Lungs can't breathe water, but there are oxygen carrying liquids that have been used for sometime. This is not news, it has been in development for
Unfortunatedly you always find even phds that are not up to date with new findings in science, or everything there is to know about their field of
"LiquiVent is a biologically inert, oxygen-carrying liquid that is administered directly into the lungs of patients undergoing mechanical
ventilation. It is intended for use in the treatment of acute respiratory distress syndrome (ARDS), which affects patients of all ages."
Excerpt taken from.
"LiquiVent® is a perfluorochemical called "perflubron." It is a clear, colorless, odorless, oily liquid that looks and flows like water, but is
about twice as dense. It has a high capacity to dissolve gases, and therefore can transport oxygen to the alveoli of the lungs and remove carbon
dioxide. LiquiVent is not broken down in the body, so there is no production of toxic metabolites. It has unique physical properties that make it an
excellent candidate for delivery of drugs directly into the lungs."
Excerpt taken from.
"The concept of fluid breathing began in the mid '60s when Dr. J. Kylstra, a physiologist at the State University of New York at Buffalo, realized
that salt solutions could be saturated with oxygen at high pressures. Working in a US Navy recompression chamber, Kylstra performed an experiment to
see if mice would be able to move the saline solution in and out of their lungs, while extracting enough oxygen from the fluid to be able to survive.
While the mice and rats were able to breathe the liquid (he was able to keep the animals alive for up to 18 hours), carbon dioxide was not removed
fast enough from the system, and quickly built up to near-toxic levels. Clearly, this problem was going to be the stumbling block before the procedure
could be used in humans. He concluded his experiments by saying "In human underwater activities, liquid breathing will be possible only if the
untoward effects of carbon dioxide retention can be minimized effectively."
"A floor-mounted 3-litre reservoir was filled with the perfluorocarbon and the fluid was driven by a pump through a series of machines which warmed,
oxygenated, and stripped the fluid of carbon dioxide. Flowing through a tube, the fluid entered a 3-way pneumatic valve which directed flow to the
animal. A computer controlled the inspiration (18 mL of fluid per second), pumping the liquid into the animal's lungs, then back out again to the
reservoir, where the cycle continued at a rate of about 6 complete respirations per minute.
At the conclusion of the test, the animal was tilted for about 15 seconds and the perfluorocarbon was allowed to drain from the lungs (much like
Ensign Monk drained the fluid out of the rat's lungs in the movie. Editor's Note: Yes, the rat did actually breathe the liquid in that scene!).
[Editor's note: thanks to Jean Smith for pointing out that this was in fact a "Sprague Dawley rat, to be exact, otherwise known as an albino lab
The liquid ventilation tests of the early '90s proved to be successful: dogs could be kept alive in the perfluorcarbon medium for about 2 hours;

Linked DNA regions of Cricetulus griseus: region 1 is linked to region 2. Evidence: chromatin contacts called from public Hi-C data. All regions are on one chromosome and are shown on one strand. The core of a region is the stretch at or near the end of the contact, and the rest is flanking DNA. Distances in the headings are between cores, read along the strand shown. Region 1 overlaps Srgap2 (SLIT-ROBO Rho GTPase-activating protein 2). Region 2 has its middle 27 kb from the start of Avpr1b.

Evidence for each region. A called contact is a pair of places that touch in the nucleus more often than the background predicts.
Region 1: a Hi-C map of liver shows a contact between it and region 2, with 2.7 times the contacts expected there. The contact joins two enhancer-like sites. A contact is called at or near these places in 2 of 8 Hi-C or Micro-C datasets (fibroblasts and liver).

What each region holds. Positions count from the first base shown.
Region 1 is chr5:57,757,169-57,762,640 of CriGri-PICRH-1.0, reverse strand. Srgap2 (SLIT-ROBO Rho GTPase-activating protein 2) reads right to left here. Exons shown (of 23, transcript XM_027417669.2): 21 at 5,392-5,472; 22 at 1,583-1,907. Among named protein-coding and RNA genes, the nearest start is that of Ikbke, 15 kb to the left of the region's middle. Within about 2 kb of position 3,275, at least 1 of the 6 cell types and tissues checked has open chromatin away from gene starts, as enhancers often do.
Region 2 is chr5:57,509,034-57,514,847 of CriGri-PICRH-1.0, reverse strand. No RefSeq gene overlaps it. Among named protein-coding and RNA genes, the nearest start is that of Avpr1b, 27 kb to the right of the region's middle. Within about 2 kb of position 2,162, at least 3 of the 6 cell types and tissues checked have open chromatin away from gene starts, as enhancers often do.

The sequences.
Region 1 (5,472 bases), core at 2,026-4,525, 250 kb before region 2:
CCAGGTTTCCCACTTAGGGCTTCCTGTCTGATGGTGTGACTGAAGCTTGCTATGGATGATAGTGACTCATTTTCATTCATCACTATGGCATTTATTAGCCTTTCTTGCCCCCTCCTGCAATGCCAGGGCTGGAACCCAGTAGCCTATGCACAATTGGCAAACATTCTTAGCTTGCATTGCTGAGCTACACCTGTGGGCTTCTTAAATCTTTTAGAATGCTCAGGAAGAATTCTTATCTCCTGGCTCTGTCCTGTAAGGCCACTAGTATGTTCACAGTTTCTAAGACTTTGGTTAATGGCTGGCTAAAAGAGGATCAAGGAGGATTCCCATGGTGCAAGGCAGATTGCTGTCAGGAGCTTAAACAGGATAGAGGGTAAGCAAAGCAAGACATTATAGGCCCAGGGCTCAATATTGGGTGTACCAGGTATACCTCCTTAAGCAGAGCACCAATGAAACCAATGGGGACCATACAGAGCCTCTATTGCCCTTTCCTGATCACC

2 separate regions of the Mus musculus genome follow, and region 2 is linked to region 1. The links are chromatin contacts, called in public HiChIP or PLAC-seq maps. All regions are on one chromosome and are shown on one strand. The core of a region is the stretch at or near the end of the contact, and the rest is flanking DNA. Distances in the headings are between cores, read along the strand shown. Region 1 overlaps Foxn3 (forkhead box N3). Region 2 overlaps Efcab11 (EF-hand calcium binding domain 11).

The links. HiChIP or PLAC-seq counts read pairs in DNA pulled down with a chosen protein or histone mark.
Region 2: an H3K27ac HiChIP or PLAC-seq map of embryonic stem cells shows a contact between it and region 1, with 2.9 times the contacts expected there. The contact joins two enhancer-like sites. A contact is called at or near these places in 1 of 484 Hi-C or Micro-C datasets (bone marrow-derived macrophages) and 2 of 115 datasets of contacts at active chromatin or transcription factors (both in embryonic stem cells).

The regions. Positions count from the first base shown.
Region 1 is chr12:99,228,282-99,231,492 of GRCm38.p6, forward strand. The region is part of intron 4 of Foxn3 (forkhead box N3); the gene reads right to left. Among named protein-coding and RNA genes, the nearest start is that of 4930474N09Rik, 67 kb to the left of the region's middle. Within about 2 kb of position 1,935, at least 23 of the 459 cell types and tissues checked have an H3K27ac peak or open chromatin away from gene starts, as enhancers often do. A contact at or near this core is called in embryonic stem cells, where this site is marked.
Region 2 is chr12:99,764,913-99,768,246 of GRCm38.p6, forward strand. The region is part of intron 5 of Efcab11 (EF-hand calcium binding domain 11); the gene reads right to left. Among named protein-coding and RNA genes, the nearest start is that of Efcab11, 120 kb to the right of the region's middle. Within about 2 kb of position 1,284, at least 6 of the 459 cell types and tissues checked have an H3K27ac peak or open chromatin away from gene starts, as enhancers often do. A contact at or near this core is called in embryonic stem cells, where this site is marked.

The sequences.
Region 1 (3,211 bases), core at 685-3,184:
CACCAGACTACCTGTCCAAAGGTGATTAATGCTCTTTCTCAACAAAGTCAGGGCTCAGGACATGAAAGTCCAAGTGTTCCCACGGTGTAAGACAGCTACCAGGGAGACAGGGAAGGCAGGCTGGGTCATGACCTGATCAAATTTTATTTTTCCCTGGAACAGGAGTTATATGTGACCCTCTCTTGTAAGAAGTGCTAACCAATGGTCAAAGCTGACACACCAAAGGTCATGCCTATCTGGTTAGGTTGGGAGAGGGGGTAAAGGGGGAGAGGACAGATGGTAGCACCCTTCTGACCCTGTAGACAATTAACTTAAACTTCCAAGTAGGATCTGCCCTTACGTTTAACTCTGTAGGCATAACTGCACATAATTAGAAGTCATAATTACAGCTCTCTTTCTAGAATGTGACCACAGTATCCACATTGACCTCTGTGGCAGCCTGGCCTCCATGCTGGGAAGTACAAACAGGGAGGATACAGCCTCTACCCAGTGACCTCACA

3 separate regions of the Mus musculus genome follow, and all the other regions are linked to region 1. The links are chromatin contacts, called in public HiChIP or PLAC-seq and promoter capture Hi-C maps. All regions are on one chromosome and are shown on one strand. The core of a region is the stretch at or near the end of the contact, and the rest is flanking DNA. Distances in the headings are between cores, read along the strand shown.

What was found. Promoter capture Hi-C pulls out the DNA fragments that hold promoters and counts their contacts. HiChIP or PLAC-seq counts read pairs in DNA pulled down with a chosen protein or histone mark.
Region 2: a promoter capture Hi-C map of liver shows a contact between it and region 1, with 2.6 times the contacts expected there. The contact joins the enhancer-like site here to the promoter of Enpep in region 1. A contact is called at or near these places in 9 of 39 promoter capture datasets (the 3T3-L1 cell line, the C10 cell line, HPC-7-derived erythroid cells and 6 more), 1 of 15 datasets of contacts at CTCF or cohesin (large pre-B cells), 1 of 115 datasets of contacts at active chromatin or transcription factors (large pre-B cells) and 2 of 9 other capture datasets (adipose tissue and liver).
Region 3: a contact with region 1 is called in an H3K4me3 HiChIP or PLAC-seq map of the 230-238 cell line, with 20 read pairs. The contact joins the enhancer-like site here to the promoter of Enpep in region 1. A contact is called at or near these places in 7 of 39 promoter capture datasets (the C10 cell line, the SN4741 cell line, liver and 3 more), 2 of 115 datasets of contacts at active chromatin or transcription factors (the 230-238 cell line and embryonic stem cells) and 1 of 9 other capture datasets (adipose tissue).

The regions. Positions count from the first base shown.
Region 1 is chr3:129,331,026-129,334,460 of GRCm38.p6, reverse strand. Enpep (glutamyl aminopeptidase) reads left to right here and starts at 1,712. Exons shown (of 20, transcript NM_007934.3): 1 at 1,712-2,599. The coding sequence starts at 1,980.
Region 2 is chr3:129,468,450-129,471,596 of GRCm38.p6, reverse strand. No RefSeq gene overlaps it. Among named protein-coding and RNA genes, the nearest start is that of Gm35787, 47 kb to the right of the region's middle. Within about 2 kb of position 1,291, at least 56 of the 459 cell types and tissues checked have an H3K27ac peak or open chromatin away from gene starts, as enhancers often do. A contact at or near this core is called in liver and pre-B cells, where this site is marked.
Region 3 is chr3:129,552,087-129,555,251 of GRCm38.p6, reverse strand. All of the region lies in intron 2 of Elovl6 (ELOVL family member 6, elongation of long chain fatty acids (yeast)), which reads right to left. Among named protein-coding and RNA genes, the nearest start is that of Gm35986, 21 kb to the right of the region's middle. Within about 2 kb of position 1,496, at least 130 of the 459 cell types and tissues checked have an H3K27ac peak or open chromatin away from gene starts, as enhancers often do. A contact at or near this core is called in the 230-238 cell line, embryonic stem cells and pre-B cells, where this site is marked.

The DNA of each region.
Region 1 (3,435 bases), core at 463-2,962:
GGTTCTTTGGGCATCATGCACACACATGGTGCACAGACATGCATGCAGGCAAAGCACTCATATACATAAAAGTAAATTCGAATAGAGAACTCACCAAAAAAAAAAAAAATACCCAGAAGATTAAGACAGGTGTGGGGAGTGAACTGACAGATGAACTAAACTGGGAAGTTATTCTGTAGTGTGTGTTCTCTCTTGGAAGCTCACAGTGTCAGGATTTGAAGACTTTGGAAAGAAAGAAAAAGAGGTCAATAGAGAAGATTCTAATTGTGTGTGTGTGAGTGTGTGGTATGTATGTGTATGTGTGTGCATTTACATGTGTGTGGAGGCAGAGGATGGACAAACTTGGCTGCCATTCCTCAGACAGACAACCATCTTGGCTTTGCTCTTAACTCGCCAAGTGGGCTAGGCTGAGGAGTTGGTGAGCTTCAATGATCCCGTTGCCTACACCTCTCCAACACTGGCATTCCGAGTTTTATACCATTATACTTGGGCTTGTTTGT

after removal the dogs were usually slightly hypoxic, but returned to normal after a few days. When the animals were autopsied, the typical findings
were mild edema and some hemorrhaging, clearly an improvement over the pulmonary damage of earlier tests. The procedure was ready for human subjects.
Liquid breathing began to be used by the medical community after the development by Alliance Pharmaceuticals of perfluorooctyl bromide, a
fluorochemical that was given the generic name perflubron. Useful as a blood substitute (see Miscellaneous Notes) and for liquid ventilation,
perflubron (under Alliance Pharmaceutical's brand name LiquiVent) is instilled directly into the lungs of patients with acute respiratory failure
(caused by infection, severe burns, inhalation of toxic substances and premature birth), whose air sacs have collapsed. Once inside the lungs,
perflubron enables collapsed alveoli (air sacs) to open and permits a more efficient transport of oxygen and carbon dioxide. Current tests are
focussing on "preemies," but trials with adults are ongoing. "
Excerpts taken from.
" And the truth is that liquid fluorocarbons are indeed being
evaluated for all kinds of liquid breathing uses. Those with the
proper weight and range of boiling points look like water (no
opalescense) and are used as the pure stuff. They are about twice as
dense as water, and do not mix with anything. In clinical trials with
people on ventilators, these fluorocarbons are poured directly down the
ventilator tube. The patient's lungs are not filled entirely up,
ordinarily, but it would be perfectly possible to do this without harm
(we at our lab have done this many times with dogs, which have survived
without problem when this was the only procedure). In the future, you
will indeed see these things for diving applications, because with
liquid it's possible to control the partial pressure of *all* gases, so
that *none* is high, even at huge total pressures. At great depth,
even high pressure helium causes embolus problems when pressures are
changed rapidly, and with liquid breathing some of these can be
avoided. I'm not aware that liquid-breathing has ever been tried on a
human free-dive, but it's only a matter of time until somebody does it.
As we speak, there are dozens of people breathing liquid on ventilators
in phase III trials, in ICUs.
Steve Harris, M.D."
This is from 1996 and this is the link.
[Edited on 15-4-2004 by Muaddib]